How to create a sticky sidebar

Feb 24, 2014
jQuery
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A look we’ve seen utilized on a lot of sites recently is the sticky sidebar. That’s a sidebar that scrolls normally until it reaches the top of the screen, at which point it attaches itself to top of the viewport until you scroll back up the page.

It’s an interesting piece of usability because it keeps the user in contact with a particular piece of navigation (often social media buttons).

So today, we’re going to have a look at building a sticky sidebar using some simple jQuery and CSS.

The HTML

The first thing to do is, as usual, to construct our HTML. We’re going to use an aside, a container div and a section to create a simple two-column website where the sidebar stays on the left:

<div class=“container">
  <aside class="sticky">
    <ul>
      <li>Home Page</li>
      <li>Sub Page</li>
      <li>About US</li>
      <li>Buy App</li>
      <li>Contact</li>
    </ul>
  </aside>
  <section>
    Your text in here
  </section>
</div>

As you can see, it’s a simple setup designed to minimize the amount of CSS positioning required.

The jQuery

If we think about this in a strategic manner, we can see that we want our sidebar to become fixed when it reaches the top of the viewport, so for that we need to compare how far it is from the top of the viewport and increase that amount when the user scrolls more than that:

var offset = $('.sticky').offset();
$(window).scroll(function(e) {
  if(window.scrollY >= offset.top) { 

  } 
});

This code is simple, we first checked the offset of our aside, and added a function that runs every time the user scrolls. Inside the function there’s an if statement that checks if the scroll is greater than the offset of the aside. If the if is true then we need to add the class fixed to the aside:

  if(window.scrollY >= offset.top) { 
      $('.sticky').addClass('fixed');
  }

The CSS for this class is very simple:

.fixed {
  position: fixed;
  margin-top: 0px;
}

If you try out your page now, you’ll see that when you scroll beyond the offset the sidebar sticks to the top of the viewport, but scrolling back doesn’t release it. That’s because we’ve not removed the fixed class, which we can do with an else:

  if(window.scrollY >= offset.top) { 
      $('.sticky').addClass('fixed');
  }  else {
      $('.sticky').removeClass('fixed');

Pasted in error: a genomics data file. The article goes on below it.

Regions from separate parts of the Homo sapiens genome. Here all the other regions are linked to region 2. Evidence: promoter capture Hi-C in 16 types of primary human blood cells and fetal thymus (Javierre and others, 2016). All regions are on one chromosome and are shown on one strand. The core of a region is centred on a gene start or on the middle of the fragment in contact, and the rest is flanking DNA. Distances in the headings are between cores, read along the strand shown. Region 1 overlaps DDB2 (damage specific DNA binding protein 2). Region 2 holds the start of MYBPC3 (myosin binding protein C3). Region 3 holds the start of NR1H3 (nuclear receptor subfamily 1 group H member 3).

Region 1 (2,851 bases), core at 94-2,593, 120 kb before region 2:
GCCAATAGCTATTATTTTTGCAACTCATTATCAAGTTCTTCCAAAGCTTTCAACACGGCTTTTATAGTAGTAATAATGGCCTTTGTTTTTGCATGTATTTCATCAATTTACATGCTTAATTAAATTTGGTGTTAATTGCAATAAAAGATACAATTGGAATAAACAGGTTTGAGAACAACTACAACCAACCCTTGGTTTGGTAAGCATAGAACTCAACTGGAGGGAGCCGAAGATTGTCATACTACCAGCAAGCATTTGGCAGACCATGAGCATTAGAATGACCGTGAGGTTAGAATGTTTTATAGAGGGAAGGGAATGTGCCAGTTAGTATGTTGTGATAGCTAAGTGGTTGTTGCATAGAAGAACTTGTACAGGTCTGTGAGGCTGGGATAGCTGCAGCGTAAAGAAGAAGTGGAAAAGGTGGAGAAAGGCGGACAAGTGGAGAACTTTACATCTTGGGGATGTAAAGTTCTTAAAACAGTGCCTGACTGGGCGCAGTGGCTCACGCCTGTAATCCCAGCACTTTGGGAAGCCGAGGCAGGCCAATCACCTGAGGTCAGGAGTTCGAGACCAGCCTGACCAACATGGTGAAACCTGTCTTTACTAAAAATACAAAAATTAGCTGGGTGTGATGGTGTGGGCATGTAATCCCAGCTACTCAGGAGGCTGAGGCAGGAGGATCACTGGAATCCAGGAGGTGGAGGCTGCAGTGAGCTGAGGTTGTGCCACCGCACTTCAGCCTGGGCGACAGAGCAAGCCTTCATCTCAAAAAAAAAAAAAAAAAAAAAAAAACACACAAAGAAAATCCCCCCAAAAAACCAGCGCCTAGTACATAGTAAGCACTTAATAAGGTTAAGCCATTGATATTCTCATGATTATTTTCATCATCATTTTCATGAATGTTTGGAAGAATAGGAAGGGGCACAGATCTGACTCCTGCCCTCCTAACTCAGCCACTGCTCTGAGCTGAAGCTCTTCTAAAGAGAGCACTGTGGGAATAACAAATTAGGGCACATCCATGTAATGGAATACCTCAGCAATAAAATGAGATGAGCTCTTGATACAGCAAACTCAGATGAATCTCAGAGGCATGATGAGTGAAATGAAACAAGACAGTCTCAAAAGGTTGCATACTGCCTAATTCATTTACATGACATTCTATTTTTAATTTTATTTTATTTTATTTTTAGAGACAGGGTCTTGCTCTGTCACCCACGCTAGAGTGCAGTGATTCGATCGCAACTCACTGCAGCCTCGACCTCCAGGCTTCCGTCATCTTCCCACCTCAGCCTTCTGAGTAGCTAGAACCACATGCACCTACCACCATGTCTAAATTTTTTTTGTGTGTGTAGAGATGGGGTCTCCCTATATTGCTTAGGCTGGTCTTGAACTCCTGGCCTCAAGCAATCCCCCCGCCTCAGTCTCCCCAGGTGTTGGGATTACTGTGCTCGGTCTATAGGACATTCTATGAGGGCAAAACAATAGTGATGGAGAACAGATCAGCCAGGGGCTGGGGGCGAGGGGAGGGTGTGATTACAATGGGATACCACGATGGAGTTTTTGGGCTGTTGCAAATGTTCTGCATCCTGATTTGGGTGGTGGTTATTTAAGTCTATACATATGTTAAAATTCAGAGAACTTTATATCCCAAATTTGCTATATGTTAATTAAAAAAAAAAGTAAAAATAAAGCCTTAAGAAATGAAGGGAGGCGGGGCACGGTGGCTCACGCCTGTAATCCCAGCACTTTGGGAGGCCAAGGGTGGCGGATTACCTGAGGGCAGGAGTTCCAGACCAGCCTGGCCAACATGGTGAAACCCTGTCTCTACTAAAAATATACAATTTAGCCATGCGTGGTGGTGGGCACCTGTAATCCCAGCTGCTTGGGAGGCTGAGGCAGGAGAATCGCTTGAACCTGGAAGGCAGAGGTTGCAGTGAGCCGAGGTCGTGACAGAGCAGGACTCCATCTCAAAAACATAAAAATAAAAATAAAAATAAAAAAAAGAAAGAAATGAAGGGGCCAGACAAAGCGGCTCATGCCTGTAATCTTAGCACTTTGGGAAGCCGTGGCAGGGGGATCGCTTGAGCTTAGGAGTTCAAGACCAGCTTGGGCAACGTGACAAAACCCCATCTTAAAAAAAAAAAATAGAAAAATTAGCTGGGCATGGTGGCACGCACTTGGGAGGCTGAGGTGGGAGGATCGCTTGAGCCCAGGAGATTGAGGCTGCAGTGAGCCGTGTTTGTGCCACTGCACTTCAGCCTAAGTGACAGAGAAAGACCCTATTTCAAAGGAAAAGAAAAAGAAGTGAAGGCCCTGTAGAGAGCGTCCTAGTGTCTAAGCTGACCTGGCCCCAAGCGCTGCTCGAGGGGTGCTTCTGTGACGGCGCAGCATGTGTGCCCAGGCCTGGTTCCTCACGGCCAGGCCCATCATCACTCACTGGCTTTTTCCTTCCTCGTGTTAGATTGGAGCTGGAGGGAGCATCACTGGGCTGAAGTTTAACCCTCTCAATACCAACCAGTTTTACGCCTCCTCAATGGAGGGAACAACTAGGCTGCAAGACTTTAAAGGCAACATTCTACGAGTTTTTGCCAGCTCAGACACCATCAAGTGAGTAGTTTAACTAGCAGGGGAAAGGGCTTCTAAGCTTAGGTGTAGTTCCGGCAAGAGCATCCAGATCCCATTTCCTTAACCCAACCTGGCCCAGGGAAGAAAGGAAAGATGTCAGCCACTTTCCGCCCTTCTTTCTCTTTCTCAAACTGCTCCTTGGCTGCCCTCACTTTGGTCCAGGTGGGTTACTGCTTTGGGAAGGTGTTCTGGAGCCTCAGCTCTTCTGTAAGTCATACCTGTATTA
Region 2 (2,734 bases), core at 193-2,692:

}
});

If you reload your page now, and scroll up and down you’ll see it works perfectly.

Final touches

A nice final touch, is to add a ‘back to the top’ button, so that the user can jump back to the top of the page, taking the sticky sidebar with her.

To do this, we first need to add a list item to our ul:

<li class="hide top"><a href="#">Back To Top</a></li>

I’ve added the class hide to the link, so that we can hide the link if the user is already at the top of the page. We do that by modifying our if…else statement a little more:

  if(window.scrollY >= offset.top) { 
      $('.sticky').addClass('fixed');
      $('.top').removeClass('hide');
  }  else {
      $('.sticky').removeClass('fixed');
      $('.top').addClass('hide');
  }

Then we need to add a little more code to handle the function of the link:

$('.top a').click(function(){
  $(document.body).animate({scrollTop : 0},800);
  return false;
});

If you click the link it scrolls you the top then disappears.

With that done we have created our sticky sidebar and also added the little touch of a ‘back to top’ button that can come very in handy.

As always, you can see a demo of this in the pen I’ve created.

 

Have you used a sticky sidebar in a project? Do you have a better technique? Let us know in the comments.

Author: Sara Vieira
Sara Vieira is a freelance Web Designer and Developer with a passion for HTML5/CSS3 and jQuery. You can follow her on twitter or check out her website.
  • maxnardini

    Thanks very interesting…
    .offset() though returns always the same value when scrolling the page. Isn’t it a function for returning the offset related to the document?